These are a few of the blinders. Can you think of any more? Which blinder do you see most in yourself and the people around you?


Two Practical Reasons Why Betsy’s Flag is Offensive

Two Practical Reasons Why Betsy’s Flag is Offensive 1200 600 Corey Leak

Before eight hours ago, “Who is Betsy Ross?” would have stumped me in a trivia game. I’m sure she is someone that came up at some point in my elementary education at Christian Life, but I can’t say I remember much about her.

The folks over at Nike are aware of who she was. They designed a special edition sneaker that featured the American flag she created on the heel of it.

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Nike decided to cancel the release of the shoes after Colin Kaepernick informed them that the “Betsy Ross flag” was offensive to people of color. However, I’m sure there is a preacher or two who got their hands on a pair and will be featured on preachers n sneakers later this month.

This story seems pretty straight forward and non-offensive to me. A company plans to release a product. One of their spokespeople informs them that it has the potential to alienate a large number of its customer base, so the company chooses to change course. But, maybe it’s simple to me because I’m not white.

I don’t have a deep attachment to American history. The role my ancestors played in America’s history was as extras and props in a story about the excellence of white people.

That’s the excellence and pride that Nike was headed towards celebrating with the flag they originally chose for their shoe. Thankfully Kap stepped in and spoke up.

Today a couple of white friends asked me what I thought about the uproar. Neither of them understood why the flag was a problem. I explained to them why the flag that Nike initially chose was problematic (see the list below), and after I did, one of the friends asked me if I was personally offended by the flag.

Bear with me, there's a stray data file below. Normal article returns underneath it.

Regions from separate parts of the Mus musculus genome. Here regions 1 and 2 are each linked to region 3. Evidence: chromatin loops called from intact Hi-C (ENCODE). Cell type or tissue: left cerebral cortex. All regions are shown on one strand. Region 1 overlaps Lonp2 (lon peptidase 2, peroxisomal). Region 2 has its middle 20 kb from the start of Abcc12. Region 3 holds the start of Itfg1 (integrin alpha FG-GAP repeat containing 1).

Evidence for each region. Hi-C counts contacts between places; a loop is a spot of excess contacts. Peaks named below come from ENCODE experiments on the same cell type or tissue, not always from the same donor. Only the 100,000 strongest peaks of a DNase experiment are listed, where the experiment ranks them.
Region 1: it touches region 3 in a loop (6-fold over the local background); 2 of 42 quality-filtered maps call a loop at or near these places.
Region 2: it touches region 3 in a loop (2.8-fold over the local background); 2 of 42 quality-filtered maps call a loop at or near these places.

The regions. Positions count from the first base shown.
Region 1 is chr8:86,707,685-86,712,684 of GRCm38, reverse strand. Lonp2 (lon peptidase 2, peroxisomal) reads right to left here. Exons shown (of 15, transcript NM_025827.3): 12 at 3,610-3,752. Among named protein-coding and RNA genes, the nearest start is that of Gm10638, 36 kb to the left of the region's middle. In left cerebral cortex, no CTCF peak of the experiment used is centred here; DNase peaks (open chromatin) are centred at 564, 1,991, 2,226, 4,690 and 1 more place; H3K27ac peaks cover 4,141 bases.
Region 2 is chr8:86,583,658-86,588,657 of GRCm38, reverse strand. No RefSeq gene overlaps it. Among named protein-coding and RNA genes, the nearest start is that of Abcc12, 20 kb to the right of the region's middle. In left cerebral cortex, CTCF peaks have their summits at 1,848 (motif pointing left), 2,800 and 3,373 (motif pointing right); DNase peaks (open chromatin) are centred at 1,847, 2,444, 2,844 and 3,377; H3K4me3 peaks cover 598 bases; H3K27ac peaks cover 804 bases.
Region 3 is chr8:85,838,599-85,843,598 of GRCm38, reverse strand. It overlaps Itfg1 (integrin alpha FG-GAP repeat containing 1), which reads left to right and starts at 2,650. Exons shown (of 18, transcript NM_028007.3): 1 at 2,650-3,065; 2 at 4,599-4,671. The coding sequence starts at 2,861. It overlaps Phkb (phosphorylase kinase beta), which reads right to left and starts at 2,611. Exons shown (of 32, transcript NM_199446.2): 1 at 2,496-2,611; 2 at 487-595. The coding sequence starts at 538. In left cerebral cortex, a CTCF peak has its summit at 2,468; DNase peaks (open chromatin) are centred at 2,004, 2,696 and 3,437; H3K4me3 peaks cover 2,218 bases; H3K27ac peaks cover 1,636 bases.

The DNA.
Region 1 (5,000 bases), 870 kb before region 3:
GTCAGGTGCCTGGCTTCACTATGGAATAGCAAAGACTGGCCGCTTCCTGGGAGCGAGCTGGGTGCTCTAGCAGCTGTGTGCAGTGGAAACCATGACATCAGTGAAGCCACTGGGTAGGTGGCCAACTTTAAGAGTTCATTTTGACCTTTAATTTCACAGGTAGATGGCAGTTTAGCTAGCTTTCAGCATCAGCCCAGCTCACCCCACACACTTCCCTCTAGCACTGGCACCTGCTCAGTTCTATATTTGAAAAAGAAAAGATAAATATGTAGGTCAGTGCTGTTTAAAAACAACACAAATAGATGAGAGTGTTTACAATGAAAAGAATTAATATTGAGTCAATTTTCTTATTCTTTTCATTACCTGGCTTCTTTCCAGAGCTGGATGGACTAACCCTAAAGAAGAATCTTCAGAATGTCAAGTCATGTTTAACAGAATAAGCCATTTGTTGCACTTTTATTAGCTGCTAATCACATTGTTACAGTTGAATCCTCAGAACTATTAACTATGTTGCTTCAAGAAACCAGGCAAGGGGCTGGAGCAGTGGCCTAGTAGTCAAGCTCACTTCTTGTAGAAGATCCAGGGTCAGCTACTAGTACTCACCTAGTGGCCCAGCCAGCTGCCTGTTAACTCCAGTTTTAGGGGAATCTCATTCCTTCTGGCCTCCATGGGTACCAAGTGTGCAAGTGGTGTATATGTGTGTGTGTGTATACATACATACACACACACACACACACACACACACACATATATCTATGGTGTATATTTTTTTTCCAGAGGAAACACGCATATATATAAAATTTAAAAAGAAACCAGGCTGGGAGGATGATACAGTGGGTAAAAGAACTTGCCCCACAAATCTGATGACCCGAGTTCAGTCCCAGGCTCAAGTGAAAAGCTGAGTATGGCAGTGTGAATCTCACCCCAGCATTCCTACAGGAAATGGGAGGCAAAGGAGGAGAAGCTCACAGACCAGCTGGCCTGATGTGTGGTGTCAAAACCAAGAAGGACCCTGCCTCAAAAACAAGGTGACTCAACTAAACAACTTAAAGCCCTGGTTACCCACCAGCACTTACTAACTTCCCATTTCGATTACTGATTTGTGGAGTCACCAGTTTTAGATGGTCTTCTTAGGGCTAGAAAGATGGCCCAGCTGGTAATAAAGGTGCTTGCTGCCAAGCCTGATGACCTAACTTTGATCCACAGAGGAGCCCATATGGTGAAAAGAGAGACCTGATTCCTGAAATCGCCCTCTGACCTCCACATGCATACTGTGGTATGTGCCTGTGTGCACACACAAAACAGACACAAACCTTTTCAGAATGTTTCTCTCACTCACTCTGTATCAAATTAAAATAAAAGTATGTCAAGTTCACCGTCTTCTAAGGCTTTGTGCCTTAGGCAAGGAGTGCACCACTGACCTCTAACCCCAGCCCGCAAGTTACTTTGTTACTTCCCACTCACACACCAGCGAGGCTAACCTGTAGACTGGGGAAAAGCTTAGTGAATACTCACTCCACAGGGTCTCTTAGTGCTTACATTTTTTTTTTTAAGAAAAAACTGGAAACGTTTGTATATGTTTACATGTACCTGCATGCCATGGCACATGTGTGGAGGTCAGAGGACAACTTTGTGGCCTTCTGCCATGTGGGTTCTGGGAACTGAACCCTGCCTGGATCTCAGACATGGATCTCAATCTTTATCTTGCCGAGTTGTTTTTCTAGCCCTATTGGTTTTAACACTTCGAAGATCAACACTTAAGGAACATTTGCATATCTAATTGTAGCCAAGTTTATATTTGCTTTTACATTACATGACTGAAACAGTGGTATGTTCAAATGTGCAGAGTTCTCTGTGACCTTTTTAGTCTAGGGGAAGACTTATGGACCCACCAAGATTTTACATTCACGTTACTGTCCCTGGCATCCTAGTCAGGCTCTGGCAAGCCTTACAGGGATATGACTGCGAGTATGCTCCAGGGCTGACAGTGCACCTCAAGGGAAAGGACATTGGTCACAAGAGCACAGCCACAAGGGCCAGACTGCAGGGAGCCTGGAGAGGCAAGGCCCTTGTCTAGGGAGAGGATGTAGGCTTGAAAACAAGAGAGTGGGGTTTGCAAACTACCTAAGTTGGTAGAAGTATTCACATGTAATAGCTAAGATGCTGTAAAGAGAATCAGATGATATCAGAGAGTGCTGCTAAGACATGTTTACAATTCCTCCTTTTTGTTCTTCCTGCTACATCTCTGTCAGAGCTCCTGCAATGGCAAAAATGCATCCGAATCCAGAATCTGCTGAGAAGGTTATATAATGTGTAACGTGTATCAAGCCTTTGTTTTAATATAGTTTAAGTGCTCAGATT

I pondered the question for a bit. I hadn’t given the Betsy Ross flag much thought before today. As I thought about my friend’s question, Cracker Barrell immediately came to mind – I ate there this morning with my family.

I remembered what it felt like walking around the gift shop and seeing the antique decor and old-time American trinkets and images, and I text back: “Bro… Some days I find Cracker Barrell offensive.”.

Imagine you’re the offspring of a good man who is beheaded by an evil king. It’s been a few years since your father was beheaded, but you still live in the region. Every year there is a celebration of the king’s “victory” over your father.

The locals celebrate with images of the king, songs, re-enactments of your father’s demise and the banner of the king. How would you feel? I’m going to guess like a black man walking around Cracker Barrell or staring at an image of the Betsy Ross flag.

For those of you looking for practical reasons why POC would find this flag offensive, I’ll give you two.

1. The America of Betsy Ross was oppressive to black people. 

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America has had 26 official flags. The latest was officially recognized in July of 1960, and while blatant, state-sanctioned racism, riddled the US in the 60s, the country was progressing toward equality.